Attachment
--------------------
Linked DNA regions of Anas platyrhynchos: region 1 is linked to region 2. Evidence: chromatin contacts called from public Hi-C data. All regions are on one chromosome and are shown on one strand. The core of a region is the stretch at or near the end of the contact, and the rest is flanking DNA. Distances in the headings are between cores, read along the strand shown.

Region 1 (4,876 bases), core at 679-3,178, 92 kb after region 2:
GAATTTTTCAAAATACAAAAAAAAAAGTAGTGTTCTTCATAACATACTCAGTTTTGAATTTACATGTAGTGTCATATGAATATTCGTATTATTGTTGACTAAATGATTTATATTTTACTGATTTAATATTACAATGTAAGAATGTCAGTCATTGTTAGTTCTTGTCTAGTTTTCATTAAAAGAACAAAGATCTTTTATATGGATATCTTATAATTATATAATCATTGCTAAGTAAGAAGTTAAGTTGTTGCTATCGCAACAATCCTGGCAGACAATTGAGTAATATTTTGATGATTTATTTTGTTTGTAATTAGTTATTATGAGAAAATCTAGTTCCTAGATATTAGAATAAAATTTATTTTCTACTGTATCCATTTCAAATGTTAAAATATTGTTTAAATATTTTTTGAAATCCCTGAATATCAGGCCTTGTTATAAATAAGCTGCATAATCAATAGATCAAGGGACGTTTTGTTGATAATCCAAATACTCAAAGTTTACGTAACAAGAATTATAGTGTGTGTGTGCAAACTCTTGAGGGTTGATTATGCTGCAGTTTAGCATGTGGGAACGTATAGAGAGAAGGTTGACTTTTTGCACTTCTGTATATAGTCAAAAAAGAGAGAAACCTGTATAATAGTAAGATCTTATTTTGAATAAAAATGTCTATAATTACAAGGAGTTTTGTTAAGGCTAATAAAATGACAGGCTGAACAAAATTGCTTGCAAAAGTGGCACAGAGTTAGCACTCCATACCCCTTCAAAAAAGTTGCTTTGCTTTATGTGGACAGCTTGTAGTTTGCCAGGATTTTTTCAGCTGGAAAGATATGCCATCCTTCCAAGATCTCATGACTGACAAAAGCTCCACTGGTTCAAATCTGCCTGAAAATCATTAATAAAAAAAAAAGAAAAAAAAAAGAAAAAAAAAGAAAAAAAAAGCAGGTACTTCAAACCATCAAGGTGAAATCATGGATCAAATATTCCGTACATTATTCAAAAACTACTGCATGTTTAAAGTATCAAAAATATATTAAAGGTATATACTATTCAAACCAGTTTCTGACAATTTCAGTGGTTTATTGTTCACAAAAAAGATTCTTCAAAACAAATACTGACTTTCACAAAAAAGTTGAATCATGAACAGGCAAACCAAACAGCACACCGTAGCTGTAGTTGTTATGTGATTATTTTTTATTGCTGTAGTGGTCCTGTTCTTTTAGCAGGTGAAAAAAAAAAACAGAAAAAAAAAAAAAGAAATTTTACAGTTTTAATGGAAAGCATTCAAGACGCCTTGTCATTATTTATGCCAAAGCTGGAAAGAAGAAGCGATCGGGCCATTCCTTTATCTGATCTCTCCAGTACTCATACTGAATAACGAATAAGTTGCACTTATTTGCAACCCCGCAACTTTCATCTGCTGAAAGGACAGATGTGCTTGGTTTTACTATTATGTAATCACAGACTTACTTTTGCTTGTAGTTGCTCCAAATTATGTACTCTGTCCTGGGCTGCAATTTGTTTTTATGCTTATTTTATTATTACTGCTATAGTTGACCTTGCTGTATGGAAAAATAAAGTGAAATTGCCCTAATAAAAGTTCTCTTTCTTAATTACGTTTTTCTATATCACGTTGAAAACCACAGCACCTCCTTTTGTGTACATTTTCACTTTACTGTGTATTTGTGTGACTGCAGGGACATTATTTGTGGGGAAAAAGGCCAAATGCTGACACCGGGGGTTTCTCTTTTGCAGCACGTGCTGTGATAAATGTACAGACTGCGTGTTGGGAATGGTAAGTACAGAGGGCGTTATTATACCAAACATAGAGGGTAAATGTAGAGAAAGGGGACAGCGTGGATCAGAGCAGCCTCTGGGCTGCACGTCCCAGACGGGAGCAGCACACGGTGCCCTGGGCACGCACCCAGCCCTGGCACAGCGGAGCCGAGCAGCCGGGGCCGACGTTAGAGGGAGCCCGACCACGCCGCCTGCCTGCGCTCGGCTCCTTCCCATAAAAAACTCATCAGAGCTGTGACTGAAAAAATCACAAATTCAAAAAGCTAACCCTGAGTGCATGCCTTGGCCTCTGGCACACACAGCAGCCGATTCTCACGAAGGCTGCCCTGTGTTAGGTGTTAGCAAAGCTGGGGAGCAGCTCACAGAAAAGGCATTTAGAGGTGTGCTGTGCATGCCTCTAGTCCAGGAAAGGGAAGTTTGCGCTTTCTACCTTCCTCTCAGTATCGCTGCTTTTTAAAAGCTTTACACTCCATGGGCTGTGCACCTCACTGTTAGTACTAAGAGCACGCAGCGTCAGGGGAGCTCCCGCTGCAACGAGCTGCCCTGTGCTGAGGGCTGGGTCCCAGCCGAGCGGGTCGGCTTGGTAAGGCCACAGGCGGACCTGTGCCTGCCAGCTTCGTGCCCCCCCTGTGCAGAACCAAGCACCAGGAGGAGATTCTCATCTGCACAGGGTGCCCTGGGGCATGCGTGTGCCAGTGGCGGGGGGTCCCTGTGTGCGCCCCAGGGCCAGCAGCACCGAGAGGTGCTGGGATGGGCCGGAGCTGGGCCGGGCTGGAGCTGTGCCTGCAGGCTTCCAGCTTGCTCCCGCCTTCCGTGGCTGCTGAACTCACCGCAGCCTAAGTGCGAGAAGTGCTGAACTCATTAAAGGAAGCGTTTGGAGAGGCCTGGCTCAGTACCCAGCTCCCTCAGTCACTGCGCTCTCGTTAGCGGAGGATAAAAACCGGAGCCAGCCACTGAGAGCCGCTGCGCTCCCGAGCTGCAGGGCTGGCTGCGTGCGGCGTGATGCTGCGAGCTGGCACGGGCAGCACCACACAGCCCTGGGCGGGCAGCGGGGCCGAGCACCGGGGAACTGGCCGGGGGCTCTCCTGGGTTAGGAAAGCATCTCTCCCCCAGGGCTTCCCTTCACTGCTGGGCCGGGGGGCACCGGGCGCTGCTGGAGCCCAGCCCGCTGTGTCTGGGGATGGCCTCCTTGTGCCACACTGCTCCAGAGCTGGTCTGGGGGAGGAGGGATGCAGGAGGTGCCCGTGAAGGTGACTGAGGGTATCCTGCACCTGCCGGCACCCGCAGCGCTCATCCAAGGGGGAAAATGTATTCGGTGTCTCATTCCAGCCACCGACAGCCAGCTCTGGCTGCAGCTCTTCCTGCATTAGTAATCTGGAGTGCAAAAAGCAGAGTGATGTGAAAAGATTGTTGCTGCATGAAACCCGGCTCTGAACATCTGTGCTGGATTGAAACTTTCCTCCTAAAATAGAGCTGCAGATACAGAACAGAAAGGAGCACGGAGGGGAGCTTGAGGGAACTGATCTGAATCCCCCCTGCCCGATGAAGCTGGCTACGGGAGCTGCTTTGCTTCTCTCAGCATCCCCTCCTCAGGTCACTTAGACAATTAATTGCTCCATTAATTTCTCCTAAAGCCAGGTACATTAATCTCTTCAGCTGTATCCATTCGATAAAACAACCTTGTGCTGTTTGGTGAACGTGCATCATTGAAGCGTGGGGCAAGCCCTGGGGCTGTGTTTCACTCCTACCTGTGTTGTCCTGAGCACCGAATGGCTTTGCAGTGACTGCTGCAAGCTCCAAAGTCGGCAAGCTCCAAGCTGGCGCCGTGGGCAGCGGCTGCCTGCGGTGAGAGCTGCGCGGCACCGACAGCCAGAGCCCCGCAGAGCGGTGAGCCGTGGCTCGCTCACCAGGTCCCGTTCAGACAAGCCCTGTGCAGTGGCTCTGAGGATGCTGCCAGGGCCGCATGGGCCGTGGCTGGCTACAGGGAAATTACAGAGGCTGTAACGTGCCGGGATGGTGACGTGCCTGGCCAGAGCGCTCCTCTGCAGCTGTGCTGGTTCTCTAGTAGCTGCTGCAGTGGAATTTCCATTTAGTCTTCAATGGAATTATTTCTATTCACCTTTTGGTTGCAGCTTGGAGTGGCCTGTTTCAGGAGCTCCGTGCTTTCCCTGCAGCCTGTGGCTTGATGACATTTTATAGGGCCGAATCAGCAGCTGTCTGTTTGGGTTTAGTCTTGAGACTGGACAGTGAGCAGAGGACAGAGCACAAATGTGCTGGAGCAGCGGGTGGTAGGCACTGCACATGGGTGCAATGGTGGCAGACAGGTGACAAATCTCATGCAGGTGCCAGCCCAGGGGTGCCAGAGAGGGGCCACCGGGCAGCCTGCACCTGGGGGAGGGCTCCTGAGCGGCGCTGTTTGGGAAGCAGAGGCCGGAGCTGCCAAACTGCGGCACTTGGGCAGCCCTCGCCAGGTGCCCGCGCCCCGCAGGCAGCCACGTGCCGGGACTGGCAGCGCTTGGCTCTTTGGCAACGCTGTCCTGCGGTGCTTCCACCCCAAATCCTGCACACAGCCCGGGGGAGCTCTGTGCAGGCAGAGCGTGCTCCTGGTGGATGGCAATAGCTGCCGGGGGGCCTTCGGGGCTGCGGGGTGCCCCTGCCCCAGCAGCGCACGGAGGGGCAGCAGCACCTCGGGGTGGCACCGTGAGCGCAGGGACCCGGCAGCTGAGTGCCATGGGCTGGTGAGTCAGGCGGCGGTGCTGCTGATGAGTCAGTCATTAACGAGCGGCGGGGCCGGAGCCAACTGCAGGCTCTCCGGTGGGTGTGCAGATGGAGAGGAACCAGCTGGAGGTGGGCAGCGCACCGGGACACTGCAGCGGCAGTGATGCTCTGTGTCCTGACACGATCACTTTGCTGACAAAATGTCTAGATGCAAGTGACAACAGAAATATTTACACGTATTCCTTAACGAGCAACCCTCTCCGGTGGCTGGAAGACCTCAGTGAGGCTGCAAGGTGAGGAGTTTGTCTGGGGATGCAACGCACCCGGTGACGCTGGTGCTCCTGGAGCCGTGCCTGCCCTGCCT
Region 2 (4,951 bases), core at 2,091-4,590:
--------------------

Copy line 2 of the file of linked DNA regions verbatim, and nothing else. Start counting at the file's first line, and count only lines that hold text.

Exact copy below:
Region 1 (4,876 bases), core at 679-3,178, 92 kb after region 2: